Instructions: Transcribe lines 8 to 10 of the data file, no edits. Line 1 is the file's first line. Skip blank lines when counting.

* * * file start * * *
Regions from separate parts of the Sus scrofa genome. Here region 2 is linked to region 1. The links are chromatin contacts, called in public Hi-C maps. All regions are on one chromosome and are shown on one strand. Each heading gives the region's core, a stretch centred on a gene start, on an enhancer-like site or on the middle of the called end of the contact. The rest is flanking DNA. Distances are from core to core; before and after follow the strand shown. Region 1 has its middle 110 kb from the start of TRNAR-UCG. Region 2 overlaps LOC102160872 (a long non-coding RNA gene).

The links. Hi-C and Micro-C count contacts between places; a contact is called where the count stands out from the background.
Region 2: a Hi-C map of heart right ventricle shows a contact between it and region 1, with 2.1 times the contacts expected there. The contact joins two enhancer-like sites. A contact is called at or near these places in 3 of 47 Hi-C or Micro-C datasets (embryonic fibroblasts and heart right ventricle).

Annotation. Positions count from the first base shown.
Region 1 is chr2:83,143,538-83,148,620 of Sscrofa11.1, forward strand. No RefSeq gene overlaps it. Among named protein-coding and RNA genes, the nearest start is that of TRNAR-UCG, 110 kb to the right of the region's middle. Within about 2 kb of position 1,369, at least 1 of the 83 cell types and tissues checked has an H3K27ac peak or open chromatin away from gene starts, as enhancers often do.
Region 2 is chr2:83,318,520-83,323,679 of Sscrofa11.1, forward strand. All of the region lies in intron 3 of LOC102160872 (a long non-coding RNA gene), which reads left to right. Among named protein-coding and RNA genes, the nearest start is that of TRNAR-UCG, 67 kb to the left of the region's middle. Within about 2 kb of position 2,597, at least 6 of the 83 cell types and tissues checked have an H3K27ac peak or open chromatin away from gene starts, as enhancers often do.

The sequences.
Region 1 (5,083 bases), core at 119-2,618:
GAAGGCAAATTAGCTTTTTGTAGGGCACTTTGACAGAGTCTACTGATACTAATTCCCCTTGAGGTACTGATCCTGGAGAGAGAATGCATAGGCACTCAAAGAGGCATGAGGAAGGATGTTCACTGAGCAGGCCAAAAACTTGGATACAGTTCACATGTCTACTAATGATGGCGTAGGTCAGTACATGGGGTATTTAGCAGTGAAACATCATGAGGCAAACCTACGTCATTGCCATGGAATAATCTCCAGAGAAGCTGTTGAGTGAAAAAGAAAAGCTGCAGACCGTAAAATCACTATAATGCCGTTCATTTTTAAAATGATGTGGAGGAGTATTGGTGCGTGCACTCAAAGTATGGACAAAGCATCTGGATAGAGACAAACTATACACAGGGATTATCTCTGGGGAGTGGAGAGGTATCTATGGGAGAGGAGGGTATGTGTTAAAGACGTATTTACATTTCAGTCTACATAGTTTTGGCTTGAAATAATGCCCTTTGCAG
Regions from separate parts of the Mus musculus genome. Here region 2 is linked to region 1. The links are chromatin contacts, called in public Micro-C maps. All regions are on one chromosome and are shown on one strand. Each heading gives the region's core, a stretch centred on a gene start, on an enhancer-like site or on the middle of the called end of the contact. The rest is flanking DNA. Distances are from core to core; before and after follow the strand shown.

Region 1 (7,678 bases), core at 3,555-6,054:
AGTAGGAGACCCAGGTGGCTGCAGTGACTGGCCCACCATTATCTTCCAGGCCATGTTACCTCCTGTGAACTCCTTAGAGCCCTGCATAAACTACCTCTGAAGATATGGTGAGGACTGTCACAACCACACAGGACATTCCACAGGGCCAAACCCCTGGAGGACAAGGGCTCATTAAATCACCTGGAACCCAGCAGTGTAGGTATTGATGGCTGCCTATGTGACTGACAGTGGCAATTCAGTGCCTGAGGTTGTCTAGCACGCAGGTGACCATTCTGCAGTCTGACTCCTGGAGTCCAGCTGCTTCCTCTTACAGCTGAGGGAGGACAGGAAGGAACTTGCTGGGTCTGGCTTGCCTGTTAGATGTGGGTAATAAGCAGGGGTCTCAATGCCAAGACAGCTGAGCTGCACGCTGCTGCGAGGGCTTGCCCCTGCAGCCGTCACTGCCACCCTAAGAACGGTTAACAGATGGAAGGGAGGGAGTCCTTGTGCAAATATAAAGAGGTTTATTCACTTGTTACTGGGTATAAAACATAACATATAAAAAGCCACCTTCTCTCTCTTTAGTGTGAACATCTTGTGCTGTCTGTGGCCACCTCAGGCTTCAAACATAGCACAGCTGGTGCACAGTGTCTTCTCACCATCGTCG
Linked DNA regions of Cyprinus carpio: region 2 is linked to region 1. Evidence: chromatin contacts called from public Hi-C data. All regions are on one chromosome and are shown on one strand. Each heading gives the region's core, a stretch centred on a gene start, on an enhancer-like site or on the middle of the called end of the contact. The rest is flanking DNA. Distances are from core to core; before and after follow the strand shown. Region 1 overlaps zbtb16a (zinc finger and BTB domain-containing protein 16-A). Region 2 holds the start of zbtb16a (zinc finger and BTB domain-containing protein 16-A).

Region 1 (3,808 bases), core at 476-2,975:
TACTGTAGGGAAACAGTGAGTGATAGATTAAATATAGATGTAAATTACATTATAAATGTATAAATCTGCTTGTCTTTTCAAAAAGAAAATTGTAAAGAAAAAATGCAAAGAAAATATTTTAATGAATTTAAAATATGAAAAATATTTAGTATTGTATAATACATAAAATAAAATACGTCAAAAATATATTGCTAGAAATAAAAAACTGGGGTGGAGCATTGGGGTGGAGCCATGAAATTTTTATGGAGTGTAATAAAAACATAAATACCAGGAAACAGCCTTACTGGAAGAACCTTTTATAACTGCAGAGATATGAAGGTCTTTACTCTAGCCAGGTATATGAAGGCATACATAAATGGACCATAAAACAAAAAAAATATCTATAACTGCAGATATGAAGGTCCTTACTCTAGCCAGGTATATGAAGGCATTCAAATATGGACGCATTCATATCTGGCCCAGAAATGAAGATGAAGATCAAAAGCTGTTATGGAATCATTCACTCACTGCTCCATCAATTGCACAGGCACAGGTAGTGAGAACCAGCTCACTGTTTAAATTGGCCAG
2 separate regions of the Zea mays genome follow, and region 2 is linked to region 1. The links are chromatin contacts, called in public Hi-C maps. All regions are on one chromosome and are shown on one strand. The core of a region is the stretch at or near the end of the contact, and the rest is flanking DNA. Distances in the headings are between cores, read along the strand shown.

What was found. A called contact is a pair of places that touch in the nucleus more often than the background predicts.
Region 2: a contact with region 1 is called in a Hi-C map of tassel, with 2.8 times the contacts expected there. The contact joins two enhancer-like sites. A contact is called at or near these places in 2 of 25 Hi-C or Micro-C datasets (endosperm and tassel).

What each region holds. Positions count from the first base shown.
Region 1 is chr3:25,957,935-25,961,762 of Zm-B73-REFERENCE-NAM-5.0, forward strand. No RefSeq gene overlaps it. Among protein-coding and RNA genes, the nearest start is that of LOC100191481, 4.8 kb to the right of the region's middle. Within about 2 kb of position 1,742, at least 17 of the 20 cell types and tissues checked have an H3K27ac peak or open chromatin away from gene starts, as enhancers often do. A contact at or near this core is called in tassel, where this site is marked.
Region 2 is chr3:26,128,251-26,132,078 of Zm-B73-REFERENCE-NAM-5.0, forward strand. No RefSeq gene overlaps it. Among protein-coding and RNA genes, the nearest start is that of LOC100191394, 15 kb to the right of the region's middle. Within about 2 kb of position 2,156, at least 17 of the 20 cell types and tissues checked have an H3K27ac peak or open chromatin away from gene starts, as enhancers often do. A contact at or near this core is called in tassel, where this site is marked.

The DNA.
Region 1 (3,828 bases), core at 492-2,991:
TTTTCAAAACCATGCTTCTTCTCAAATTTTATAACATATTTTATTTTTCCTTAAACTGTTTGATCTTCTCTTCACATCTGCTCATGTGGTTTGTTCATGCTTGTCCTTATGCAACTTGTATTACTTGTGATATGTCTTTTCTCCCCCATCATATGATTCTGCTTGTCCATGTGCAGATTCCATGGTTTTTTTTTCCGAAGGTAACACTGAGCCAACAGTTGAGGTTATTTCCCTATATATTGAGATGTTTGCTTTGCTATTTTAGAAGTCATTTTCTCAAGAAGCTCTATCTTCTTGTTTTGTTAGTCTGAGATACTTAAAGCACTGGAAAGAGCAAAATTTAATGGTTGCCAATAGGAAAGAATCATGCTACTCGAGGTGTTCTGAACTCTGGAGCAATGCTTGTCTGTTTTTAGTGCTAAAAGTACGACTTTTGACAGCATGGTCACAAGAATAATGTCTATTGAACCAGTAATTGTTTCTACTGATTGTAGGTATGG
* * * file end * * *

Region 1 (5,083 bases), core at 119-2,618:
GAAGGCAAATTAGCTTTTTGTAGGGCACTTTGACAGAGTCTACTGATACTAATTCCCCTTGAGGTACTGATCCTGGAGAGAGAATGCATAGGCACTCAAAGAGGCATGAGGAAGGATGTTCACTGAGCAGGCCAAAAACTTGGATACAGTTCACATGTCTACTAATGATGGCGTAGGTCAGTACATGGGGTATTTAGCAGTGAAACATCATGAGGCAAACCTACGTCATTGCCATGGAATAATCTCCAGAGAAGCTGTTGAGTGAAAAAGAAAAGCTGCAGACCGTAAAATCACTATAATGCCGTTCATTTTTAAAATGATGTGGAGGAGTATTGGTGCGTGCACTCAAAGTATGGACAAAGCATCTGGATAGAGACAAACTATACACAGGGATTATCTCTGGGGAGTGGAGAGGTATCTATGGGAGAGGAGGGTATGTGTTAAAGACGTATTTACATTTCAGTCTACATAGTTTTGGCTTGAAATAATGCCCTTTGCAG
Regions from separate parts of the Mus musculus genome. Here region 2 is linked to region 1. The links are chromatin contacts, called in public Micro-C maps. All regions are on one chromosome and are shown on one strand. Each heading gives the region's core, a stretch centred on a gene start, on an enhancer-like site or on the middle of the called end of the contact. The rest is flanking DNA. Distances are from core to core; before and after follow the strand shown.